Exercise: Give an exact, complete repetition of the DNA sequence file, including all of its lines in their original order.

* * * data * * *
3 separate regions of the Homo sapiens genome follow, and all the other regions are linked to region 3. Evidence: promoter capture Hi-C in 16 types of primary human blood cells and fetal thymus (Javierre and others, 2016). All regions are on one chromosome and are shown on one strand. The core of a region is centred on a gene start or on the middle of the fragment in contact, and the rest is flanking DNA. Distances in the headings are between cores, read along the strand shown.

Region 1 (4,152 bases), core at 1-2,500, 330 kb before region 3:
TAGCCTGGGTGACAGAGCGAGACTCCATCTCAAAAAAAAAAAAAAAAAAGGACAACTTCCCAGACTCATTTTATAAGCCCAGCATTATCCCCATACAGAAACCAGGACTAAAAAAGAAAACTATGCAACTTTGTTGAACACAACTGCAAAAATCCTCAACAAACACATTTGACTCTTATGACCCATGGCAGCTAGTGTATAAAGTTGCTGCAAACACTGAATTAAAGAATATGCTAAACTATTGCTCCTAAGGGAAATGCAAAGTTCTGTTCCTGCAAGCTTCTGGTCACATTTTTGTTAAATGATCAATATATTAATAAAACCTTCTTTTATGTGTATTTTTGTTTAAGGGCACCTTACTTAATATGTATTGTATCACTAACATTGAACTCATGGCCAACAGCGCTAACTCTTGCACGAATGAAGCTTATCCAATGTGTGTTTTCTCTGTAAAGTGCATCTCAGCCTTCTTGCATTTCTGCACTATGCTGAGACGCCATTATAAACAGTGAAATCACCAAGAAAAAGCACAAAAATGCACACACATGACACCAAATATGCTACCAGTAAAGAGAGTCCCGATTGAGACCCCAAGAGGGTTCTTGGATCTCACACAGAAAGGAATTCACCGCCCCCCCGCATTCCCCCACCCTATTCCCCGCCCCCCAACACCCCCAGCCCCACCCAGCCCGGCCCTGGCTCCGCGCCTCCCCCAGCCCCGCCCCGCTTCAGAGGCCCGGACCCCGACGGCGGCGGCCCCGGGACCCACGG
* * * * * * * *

3 separate regions of the Homo sapiens genome follow, and all the other regions are linked to region 3. Evidence: promoter capture Hi-C in 16 types of primary human blood cells and fetal thymus (Javierre and others, 2016). All regions are on one chromosome and are shown on one strand. The core of a region is centred on a gene start or on the middle of the fragment in contact, and the rest is flanking DNA. Distances in the headings are between cores, read along the strand shown.

Region 1 (4,152 bases), core at 1-2,500, 330 kb before region 3:
TAGCCTGGGTGACAGAGCGAGACTCCATCTCAAAAAAAAAAAAAAAAAAGGACAACTTCCCAGACTCATTTTATAAGCCCAGCATTATCCCCATACAGAAACCAGGACTAAAAAAGAAAACTATGCAACTTTGTTGAACACAACTGCAAAAATCCTCAACAAACACATTTGACTCTTATGACCCATGGCAGCTAGTGTATAAAGTTGCTGCAAACACTGAATTAAAGAATATGCTAAACTATTGCTCCTAAGGGAAATGCAAAGTTCTGTTCCTGCAAGCTTCTGGTCACATTTTTGTTAAATGATCAATATATTAATAAAACCTTCTTTTATGTGTATTTTTGTTTAAGGGCACCTTACTTAATATGTATTGTATCACTAACATTGAACTCATGGCCAACAGCGCTAACTCTTGCACGAATGAAGCTTATCCAATGTGTGTTTTCTCTGTAAAGTGCATCTCAGCCTTCTTGCATTTCTGCACTATGCTGAGACGCCATTATAAACAGTGAAATCACCAAGAAAAAGCACAAAAATGCACACACATGACACCAAATATGCTACCAGTAAAGAGAGTCCCGATTGAGACCCCAAGAGGGTTCTTGGATCTCACACAGAAAGGAATTCACCGCCCCCCCGCATTCCCCCACCCTATTCCCCGCCCCCCAACACCCCCAGCCCCACCCAGCCCGGCCCTGGCTCCGCGCCTCCCCCAGCCCCGCCCCGCTTCAGAGGCCCGGACCCCGACGGCGGCGGCCCCGGGACCCACGG